We have a short controlled side trip though and see the local Kindergarten, but only because the Kindergarten building itself is ok radiation-wise. Walking an hour along the Kindergarten path leading through the forest would mean to absorb so much radioactivity like a human should actually get only during a day. Staying there for a couple of minutes is ok though.

My way also leads along the ruin of reactor 5. Its construction as well as erecting nearby cooling towers was stopped when the accident happened. Radioactive dust is all around in there. But nature claims back what belongs to it, hence a colony of gulls and terns indulges in nesting at the bottom of the reactor. From there it’s not far away to the power plant’s canteen, where we get an abundant meal for a few Hryvnas only.

Half-life period of 90Strontium: 28.78 years

On the way back from the bridge over the cooling water channel we see giant catfish. Their huge extent doesn’t have anything to do with radioactivity but with very good feeding.

Not far from the bridge are the buildings of power plant administration and the memorial to honour pilots and liquidators. The central monument of the memorial is a statue that once stood in Pripyat. Also the dead fire fighters, who were on the accident site first, have a memorial right next to the gate of the works fire service. From there it is not far away to another memorial that stands right in front of the reactor ruin 4.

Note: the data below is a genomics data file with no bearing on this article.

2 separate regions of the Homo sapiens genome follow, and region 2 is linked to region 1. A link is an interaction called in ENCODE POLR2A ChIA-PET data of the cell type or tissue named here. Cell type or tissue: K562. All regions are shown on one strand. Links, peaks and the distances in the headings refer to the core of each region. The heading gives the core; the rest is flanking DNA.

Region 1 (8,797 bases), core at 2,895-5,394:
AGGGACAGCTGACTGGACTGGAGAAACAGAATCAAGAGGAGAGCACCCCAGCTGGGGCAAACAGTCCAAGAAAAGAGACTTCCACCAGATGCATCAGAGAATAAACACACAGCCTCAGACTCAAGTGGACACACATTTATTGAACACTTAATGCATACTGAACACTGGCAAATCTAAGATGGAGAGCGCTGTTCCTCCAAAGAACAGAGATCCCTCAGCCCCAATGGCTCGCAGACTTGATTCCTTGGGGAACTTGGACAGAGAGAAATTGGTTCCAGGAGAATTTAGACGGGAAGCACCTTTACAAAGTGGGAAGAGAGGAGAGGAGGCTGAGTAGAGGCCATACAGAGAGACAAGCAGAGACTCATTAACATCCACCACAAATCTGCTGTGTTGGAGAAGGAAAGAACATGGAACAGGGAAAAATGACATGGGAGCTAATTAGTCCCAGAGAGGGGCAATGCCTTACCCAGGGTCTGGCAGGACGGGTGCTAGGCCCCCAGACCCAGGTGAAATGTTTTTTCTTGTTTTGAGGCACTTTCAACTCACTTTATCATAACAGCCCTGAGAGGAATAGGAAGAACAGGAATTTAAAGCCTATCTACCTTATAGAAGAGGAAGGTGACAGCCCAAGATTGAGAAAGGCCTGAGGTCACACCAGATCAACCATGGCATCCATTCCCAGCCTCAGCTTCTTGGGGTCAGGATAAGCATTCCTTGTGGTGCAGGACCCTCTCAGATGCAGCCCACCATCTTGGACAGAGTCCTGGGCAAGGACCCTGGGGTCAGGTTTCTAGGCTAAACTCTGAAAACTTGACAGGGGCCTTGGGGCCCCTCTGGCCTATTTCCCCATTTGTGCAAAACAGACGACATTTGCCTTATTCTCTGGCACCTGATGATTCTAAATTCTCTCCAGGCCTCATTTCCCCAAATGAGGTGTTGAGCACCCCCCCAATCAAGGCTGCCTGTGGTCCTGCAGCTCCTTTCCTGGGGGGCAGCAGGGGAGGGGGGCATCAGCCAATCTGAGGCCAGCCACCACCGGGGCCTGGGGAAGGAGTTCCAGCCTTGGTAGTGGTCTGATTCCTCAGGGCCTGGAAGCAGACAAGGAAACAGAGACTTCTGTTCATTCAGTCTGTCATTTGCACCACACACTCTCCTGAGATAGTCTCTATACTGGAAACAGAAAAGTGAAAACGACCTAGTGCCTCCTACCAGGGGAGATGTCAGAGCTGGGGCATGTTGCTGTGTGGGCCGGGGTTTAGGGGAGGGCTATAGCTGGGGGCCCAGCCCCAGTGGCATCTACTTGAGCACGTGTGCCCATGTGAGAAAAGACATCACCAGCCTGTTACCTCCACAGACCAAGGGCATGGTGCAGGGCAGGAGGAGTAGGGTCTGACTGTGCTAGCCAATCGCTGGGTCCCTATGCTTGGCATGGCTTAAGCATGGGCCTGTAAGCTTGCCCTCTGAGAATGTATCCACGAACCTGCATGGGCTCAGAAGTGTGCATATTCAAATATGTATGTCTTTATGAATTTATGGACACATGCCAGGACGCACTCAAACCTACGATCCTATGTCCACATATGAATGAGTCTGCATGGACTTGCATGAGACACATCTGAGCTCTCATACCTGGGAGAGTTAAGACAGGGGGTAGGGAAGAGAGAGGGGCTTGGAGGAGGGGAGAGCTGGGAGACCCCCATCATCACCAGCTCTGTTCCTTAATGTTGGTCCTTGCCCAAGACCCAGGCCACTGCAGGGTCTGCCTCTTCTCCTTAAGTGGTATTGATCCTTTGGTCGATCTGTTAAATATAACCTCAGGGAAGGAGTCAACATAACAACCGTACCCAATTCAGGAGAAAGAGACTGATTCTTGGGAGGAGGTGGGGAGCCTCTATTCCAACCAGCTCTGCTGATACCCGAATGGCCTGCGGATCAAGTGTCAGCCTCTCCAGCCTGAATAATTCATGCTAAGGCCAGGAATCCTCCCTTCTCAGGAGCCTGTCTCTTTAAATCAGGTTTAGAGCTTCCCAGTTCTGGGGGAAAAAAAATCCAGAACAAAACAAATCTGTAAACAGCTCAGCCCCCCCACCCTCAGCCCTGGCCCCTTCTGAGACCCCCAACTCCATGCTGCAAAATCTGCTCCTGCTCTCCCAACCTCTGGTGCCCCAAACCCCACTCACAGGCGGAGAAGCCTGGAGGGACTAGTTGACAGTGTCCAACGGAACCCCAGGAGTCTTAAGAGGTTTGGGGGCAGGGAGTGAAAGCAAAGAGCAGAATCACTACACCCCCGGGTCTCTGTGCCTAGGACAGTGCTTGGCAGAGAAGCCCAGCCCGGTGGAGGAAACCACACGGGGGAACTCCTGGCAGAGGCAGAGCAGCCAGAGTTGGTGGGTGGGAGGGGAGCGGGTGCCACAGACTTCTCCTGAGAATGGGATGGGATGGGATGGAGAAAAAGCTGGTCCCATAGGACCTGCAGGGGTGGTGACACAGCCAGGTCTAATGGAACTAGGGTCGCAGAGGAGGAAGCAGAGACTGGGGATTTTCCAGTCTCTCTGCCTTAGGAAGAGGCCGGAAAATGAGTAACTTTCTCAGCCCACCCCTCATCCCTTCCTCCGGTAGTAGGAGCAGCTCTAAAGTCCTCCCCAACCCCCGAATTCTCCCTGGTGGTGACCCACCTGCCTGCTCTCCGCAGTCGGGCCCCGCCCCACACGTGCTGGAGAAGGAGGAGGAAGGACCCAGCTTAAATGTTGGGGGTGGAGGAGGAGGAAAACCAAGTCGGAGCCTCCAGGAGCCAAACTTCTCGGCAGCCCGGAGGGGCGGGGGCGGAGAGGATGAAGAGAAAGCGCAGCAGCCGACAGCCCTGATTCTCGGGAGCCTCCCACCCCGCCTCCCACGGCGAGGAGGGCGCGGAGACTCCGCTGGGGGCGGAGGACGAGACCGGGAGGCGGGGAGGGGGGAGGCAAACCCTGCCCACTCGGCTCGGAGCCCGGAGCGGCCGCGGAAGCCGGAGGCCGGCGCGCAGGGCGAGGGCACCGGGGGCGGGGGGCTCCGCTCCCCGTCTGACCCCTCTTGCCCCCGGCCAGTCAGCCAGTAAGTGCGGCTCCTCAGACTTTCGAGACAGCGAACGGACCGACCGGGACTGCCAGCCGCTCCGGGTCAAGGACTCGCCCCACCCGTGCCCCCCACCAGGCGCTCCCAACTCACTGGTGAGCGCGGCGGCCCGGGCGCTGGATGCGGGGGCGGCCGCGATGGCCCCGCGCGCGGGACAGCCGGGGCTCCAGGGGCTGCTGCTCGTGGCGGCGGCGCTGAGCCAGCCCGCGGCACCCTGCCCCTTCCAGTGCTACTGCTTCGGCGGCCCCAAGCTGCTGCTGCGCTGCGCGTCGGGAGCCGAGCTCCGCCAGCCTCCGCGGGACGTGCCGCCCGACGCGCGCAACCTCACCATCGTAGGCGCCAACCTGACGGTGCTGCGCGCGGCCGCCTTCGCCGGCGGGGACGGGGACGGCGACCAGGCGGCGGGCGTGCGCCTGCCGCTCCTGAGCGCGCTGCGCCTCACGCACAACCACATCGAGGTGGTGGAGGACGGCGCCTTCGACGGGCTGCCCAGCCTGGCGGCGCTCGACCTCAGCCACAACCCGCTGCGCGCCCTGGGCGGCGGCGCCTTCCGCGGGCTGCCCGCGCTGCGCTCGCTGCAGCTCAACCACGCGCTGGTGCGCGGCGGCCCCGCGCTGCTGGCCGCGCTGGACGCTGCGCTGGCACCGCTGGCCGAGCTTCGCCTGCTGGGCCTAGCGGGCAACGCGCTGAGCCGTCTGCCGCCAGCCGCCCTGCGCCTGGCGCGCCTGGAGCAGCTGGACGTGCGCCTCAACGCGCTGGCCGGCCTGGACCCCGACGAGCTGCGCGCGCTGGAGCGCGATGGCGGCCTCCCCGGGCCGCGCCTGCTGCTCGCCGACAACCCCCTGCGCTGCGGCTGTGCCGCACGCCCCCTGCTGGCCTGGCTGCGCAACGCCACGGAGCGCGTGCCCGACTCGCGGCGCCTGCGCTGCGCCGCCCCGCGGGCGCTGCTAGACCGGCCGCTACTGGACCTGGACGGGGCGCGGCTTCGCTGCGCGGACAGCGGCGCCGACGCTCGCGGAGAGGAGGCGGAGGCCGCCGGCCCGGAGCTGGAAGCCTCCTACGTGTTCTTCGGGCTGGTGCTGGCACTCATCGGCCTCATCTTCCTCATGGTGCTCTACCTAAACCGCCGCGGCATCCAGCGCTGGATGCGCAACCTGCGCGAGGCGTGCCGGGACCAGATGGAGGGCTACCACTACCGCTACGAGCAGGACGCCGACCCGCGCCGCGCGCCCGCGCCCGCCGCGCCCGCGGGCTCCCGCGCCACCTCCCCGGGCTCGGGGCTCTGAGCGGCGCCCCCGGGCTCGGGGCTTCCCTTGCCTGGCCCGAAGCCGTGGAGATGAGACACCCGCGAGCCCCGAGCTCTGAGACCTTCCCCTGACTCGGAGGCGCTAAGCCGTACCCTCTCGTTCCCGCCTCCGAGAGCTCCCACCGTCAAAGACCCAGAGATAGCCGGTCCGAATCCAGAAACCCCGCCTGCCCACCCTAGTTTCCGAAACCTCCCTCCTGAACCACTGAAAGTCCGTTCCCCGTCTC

There, lying dormant inside the sarcophagus, is the final good of the nuclear meltdown, something like a little sun. One gram of this mass radiates with more than 4 billion Becquerel. Food gets declared as radioactive burdened at ~350 Becquerel. Despite heavy walls, steel and concrete you shouldn’t stay there too long.

Then we head on to Pripyat ghost town. On the way is the picturesque town sign and yet another checkpoint. Again we have to show all documents we’ve got. First stop in Pripyat is the former central square with the town’s supermarket, culture palace “Energetic” and hotel “Polissya”; a backdrop that should be quite familiar to the guys who played the sniper mission in Call of Duty 4.

Already at the first stop one thing becomes apparent: over the years Pripyat was subject to vandalism as virtually everything got destroyed knocked over. That doesn’t really look like a city that had to be abandoned head over heels. Militia even has to be on patrol due to not few metal thefts. The metal is often contaminated and must not get in circulation in no case. However, some 3 weeks ago on a scrap yard in Kiev contaminated metal from the Chernobyl exclusion zone appeared.